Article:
BOSTON – Having taken home CRN’s Channel Champions awards for Enterprise Storage and SMB Network Storage earlier this year, it should come as no surprise that channel participation at the second-annual Dell Storage Forum more than doubled this week to more than 350 partners, with almost 10 per cent from Canada. The channel accounts for a third of Dell’s commercial revenue, said Greg Davis, who heads up the company’s channel, and who announced the general availability of a mobile application for deal registrations.
He said the channel registered 70,000 deals, of which 71% were approved. Based on channel feedback, Dell started testing the app around a month ago. “We believe it’s now ready for prime time.”
Davis also announced the Cloud Provider certification program, to go with the Cloud Builder program announced in March. In the Fall Dell will launch the Cloud Server Enabler track.
Training and certification can pay big dividend he said. In the first quarter the top 25 partners completed 2,706 classes, trained 794 individuals and increased revenues 71% year-over-year. “We provided 135,000 training classes last year to sales and technical people. This year we want to provide 250,000 classes. All training from Dell is free. It’s our investment to you.”
Davis said there are 2,500 Dell staff supporting the channel globally. There are 700 storage sales specialists, about 350 network sales and technical support personnel, and around 55 dedicated software specialists in North America, and these resources are being expanded, including adding a group focusing on the data center infrastructure.
Building the Dell’s channel has been a learning experience, said Davis, transitioning from 2007 when they did a lot of business through the channel, around 16-17%, but other than in countries where the channel was the only go-to-market strategy, it was pretty opportunistic. The acquisition of EqualLogic four years ago gave the company good credibility in the channel, he said, and the latest results support that evolution.
“In Q1 the channel business grew 12 per cent year-over-year.” We believe we have right structure, the right program and can grow two times the markets we’re in,which means growing and taking share within the channel community, said Davis.
When Dell started formalizing its channel five years ago it went looking for partners who could provide value, horizontal or vertical solutions, he said. There were still a lot of resellers out there whose value proposition was procuring products, which was something his company already did pretty well.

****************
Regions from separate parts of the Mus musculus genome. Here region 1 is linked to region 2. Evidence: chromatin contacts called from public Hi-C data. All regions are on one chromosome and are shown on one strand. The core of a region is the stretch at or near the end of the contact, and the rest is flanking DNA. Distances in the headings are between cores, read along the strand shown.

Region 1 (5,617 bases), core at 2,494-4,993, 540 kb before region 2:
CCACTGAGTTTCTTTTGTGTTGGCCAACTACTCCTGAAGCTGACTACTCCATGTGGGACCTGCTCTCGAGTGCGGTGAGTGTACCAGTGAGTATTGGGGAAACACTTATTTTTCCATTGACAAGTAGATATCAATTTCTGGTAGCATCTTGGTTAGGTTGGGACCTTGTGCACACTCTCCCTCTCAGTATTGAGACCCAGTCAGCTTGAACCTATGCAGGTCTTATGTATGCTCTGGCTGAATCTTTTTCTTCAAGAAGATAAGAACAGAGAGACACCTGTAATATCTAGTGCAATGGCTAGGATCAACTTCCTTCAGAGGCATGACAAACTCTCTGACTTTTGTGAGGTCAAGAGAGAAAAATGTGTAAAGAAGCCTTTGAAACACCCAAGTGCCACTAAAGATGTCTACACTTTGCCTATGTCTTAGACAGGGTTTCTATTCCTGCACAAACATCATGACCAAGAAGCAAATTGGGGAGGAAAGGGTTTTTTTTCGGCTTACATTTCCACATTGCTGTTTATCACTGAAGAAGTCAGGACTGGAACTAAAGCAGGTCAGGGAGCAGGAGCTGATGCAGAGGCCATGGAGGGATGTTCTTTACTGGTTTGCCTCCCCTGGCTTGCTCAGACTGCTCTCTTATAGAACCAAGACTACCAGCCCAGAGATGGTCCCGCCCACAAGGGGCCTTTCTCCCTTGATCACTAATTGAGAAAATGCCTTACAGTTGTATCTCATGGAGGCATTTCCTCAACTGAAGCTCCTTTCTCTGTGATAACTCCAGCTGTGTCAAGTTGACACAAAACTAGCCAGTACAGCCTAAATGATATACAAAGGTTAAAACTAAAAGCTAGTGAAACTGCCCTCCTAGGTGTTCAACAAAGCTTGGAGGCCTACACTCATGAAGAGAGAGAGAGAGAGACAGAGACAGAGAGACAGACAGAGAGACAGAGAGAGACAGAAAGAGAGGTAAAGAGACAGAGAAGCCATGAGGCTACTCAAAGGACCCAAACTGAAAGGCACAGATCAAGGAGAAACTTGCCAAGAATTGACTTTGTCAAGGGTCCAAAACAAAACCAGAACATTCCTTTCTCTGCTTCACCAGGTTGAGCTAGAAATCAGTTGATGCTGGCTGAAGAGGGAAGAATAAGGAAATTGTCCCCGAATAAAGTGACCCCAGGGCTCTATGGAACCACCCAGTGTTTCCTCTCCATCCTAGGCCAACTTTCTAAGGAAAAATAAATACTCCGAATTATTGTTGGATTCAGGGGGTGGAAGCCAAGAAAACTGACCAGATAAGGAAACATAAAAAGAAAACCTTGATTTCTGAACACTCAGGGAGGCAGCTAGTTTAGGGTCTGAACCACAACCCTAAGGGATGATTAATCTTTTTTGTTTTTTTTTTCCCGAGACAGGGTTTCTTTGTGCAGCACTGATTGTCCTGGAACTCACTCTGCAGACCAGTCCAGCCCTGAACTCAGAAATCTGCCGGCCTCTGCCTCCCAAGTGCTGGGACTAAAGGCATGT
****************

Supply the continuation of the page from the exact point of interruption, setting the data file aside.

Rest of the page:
“In the last 4-5 years, partners have really migrated fast into this model of being an expert on solutions.” While there are still some partners who are primarily order takers, there are others who are streamlining their offerings and getting really good at being those experts.
“I think that’s good for us, that’s how we designed the program. We just didn’t anticipate partners moving there as fast as they did,” said Davis.
He views this as a gigantic opportunity for Dell’s channel. Clients are out there who aren’t sure what to do about virtualization, cloud and other technologies. They are looking for partners to help them manage all that, and Dell wants to its partners to capture more than their fair share of that opportunity.
A number of Dell’s partners seemed to agree. In a roundtable session, a half-dozen partners talked about their experiences with Dell.
“I had just signed up with EqualLogic, and didn’t have long track record with them [prior to the acquisition], but was very excited to see Dell make the transition to the channel,” said Michael Butz Sr., president and CEO of Detroit-based UltraLevel, Inc. “It was by far and away the best decision I ever made,” The solution provider said Dell is best bet out there, with the best end to end offerings. “They are very cognizant and protective of the channel.”
A cloud provider with seven data centers and offices in the US and UK, iland Internet Solutions had to be end-to-end, said Dante Orsini, VP business development. “When we first came to market we built it (infrastructure as a service, and disaster recovery) on EqualLogic storage and Dell servers, before the acquisition.” Two years ago the company started looking at different technologies to scale across its data centers, because while it had the expertise to manage the EqualLogic storage architecture, moving to a self-service offering would have required customers to do so, and that wasn’t going to work. By working closely with Dell, iland was able to move to Compellent prior to its acquisition last year, he said
DSA Associates (Delta Systems Associates) in Elk Grove, CA, used to sell HP servers in addition to Dell storage, but went with Dell, said Michael Pearson. “Now we don’t to compete against them.”
Butz gave a more positive review of Dell’s servers. “Dell’s server technology is phenomenal. Customers are blown away that Dell has a superior server platform to the other two (HP and IBM).” He said we’re very happy going to war with our portfolio.
Pearson also liked how Dell listens to its partners. While the company still has work to do, he said its partner council has been great.
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